The roads of Palm City are calling.

NFS Heat is out today for PC, PlayStation 4, and Xbox One. Learn more at the official website — — or watch the official launch trailer below.

P.S. While Palm City is a fictional place, it was heavily inspired by the culture and climate of Miami, according to the developers. And in addition to the street art, stylish clothes, and changing weather, the team has also managed to capture the utter insanity of trying to drive in South Florida.

Mondo Museum opening 2020

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When it comes to museums, I’m a hardcore devotee.

It doesn’t matter whether they’re about natural history (my favorite), art, or some other subject, every time I step into one it feels like I’m entering a temple to creativity and understanding, and every time I leave my mind is opened and filled with wonder. For me, museums are more than just giant buildings packed with old paintings and skeletons; they’re places that reveal the true magic of our universe.

That might sound pompous, but I wanted to provide some context for why I’m over the moon to announce our collaboration with independent developer Viewport Games and publisher Kitfox Games on the upcoming management sim, Mondo Museum.

Players will get to construct and decorate their own unique halls, curate exhibits with items from a variety of cool collections — like Ancient Egypt, Space Exploration, and Dinosaurs (just to name a few!) — hire staff to keep things running, and grow their prestige (and profits) to gain access to newer and rarer artifacts. Institutional administration has never been this bright, colorful, or fun before!

We’re going to have a lot more to share in the coming months, but for now you can wishlist the game on Steam, find more info at the official site — — or check out the reveal teaser below.

SYNCED: Off-Planet revealed at Gamescom 2019

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As Gamescom kicked off last night, NEXT Studios unveiled their next initiative, a player-versus-player-versus-environment (PvPvE for short) sci-fi shooter called SYNCED: Off-Planet.

The game features teams of survivors fighting against each other and thousands (!) of AI-controlled, cybernetically-corrupted humans, known as Nanos, for a seat on the Ark Shuttle and the chance to escape from a post-apocalyptic Earth.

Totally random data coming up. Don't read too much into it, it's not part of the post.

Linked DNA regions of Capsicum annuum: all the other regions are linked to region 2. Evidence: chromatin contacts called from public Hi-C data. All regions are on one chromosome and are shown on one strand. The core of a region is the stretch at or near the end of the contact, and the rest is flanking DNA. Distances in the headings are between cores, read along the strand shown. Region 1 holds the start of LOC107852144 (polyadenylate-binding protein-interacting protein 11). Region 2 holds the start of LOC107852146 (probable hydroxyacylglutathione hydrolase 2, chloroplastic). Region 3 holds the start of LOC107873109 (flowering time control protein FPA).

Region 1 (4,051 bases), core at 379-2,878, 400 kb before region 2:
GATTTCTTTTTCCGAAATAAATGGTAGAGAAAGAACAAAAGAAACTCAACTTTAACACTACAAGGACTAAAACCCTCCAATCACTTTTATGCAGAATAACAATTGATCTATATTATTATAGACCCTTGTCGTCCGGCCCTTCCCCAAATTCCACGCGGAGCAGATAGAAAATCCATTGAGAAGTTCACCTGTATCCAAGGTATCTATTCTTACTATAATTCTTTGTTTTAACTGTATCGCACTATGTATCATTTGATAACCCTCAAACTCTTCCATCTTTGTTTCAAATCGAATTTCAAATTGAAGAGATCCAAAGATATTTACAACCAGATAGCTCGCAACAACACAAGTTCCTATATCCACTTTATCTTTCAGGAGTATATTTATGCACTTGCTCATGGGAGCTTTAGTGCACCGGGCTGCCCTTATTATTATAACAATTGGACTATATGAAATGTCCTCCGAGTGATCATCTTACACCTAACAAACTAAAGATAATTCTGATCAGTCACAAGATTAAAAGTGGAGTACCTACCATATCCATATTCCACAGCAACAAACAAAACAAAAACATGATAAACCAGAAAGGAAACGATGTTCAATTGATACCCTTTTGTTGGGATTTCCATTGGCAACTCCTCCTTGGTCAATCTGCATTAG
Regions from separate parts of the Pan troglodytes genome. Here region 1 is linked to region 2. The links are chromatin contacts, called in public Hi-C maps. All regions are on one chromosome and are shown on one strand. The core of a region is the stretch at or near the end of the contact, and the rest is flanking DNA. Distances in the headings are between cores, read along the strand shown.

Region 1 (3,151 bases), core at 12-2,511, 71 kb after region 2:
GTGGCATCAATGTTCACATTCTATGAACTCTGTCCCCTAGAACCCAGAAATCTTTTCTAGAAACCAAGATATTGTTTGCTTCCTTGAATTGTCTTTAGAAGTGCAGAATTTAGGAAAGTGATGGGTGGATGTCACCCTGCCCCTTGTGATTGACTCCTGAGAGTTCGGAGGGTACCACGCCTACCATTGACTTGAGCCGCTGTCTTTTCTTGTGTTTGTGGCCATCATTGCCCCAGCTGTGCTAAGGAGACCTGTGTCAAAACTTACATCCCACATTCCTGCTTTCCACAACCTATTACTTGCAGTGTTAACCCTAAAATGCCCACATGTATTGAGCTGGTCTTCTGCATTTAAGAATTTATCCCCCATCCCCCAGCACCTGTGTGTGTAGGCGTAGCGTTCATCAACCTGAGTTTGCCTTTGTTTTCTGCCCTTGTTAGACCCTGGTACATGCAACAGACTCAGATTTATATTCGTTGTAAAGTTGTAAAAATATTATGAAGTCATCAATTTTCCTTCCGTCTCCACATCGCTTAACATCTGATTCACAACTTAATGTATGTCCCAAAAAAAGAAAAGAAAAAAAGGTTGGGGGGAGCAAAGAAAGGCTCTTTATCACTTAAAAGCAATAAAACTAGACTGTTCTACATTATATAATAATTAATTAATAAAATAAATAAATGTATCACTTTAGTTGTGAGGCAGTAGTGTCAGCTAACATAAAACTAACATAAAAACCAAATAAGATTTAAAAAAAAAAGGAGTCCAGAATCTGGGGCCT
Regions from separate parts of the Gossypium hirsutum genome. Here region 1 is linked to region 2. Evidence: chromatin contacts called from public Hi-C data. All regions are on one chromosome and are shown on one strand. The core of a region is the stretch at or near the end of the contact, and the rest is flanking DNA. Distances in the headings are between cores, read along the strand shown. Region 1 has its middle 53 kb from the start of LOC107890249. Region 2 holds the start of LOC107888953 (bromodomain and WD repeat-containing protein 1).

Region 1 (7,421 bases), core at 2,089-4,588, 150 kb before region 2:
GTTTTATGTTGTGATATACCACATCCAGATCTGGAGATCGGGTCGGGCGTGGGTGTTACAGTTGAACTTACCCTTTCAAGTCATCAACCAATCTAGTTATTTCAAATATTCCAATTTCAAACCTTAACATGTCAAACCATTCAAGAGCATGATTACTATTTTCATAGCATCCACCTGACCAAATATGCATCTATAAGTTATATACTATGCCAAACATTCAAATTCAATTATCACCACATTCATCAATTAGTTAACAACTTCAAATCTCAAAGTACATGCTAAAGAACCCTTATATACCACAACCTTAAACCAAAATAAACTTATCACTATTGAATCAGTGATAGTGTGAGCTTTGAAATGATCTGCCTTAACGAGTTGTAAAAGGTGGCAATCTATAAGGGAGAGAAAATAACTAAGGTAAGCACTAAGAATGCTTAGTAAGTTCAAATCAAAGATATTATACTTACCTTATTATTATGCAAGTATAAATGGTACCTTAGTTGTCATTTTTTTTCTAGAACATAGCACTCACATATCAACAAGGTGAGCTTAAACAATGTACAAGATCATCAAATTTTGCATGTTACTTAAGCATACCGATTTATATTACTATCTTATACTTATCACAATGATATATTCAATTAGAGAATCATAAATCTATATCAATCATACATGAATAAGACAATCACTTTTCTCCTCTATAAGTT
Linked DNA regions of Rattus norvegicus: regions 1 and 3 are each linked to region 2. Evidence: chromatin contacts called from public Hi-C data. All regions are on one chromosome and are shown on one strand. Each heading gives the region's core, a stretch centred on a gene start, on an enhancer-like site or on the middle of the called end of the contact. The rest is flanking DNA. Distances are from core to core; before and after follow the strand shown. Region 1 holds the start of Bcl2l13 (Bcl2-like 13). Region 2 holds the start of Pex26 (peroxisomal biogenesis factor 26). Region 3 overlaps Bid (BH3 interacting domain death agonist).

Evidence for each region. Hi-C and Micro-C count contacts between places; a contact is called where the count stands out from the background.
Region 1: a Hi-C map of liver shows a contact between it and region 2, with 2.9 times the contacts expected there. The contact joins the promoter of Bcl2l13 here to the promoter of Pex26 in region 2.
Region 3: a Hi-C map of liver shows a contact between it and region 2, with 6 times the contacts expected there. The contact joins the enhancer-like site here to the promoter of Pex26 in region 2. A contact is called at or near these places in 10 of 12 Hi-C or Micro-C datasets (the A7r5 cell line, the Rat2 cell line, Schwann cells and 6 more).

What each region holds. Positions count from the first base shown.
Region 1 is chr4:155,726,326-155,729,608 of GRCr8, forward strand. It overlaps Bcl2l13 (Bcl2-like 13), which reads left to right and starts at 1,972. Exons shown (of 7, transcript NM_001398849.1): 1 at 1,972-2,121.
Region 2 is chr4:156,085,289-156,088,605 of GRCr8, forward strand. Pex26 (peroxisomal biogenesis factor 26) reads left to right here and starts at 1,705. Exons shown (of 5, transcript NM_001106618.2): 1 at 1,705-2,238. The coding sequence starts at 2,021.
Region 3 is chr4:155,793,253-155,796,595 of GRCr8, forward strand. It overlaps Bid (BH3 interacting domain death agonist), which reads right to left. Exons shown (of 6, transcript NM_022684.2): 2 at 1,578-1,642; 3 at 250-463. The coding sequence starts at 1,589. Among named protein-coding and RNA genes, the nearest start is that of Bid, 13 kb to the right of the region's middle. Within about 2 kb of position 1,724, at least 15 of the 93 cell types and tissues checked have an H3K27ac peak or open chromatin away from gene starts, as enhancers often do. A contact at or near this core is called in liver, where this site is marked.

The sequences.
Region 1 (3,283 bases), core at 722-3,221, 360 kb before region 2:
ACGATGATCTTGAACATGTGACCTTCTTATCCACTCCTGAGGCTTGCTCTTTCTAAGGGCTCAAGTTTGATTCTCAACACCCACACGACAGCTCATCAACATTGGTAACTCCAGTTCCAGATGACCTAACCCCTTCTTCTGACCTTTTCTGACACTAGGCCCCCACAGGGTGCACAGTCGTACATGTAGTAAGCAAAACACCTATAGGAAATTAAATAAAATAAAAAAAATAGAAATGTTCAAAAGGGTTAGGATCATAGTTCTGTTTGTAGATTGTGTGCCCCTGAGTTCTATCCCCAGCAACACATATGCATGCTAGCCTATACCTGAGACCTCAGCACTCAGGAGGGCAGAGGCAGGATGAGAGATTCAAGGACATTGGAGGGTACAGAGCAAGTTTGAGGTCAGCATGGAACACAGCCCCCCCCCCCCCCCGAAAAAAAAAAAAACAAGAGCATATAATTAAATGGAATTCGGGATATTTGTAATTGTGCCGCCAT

We’re excited to be collaborating with the dev team, as well as with Studio GOBO, to bring this dangerous new world to players. And what’s being shown this week is just a taste of what’s to come.

An open beta is scheduled for early 2020, but if you’re interested in learning more, visit the game’s site — — or watch the cinematic trailer below.

And for even more footage, including a six minute gameplay demo, head over to the official YouTube page.

Eavesdrop on rehearsals of “The Lethal Script”

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Sixteen individuals meet in an isolated hotel to revisit a deal gone wrong that ended in murder. Betrayal and revenge ensue, yet nothing is quite as it seems. Do they know they’re being watched? Do they know every word they say can be overheard?

The first DLC for NEXT Studios‘ acclaimed audio-detective adventure Unheard, ominously titled “The Lethal Script”, is out today. And not only is this case a doozy of a head-scratcher, it’s FREE.

I was really lucky to once again collaborate with the team in Shanghai — working closely with writer/designer Xiaoliang Shen and creative director Nick Zhang — and the voice talent in LA to help bring the English language version of this new chapter to players.

If you don’t yet have Unheard, it’s 30% off until 28 August, so head over to its Steam page to grab it at a great price. Then turn down the lights, slip on some headphones, and get ready to listen to a killer mystery.

The Church in the Darkness now available

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Today’s the day the church bells ring and the doors open to welcome the congregation. The Church in the Darkness is out now for PC/Mac, Xbox One, PlayStation 4, and Switch!

Last week I wrote about the impending release and the reviews have already started to trickle in. Adam Rosenberg at Mashable says…

The Church in the Darkness does a great job of delivering a sticky stealth and exploration experience that also gets your brain moving.

And KC Nwosu of The Escapist echoes my own sentiments on the period and setting…

The Church in the Darkness almost serves as a history lesson, making one of the most shocking headlines of the ‘70s into a noteworthy interactive experience.

When you’re ready to hear the Walkers’ message and decide whether they preach the truth or are leading the flock astray, head over to the game’s official site — — to learn more or get your copy.

And don’t forget, there’s a 20% discount on all platforms during launch week.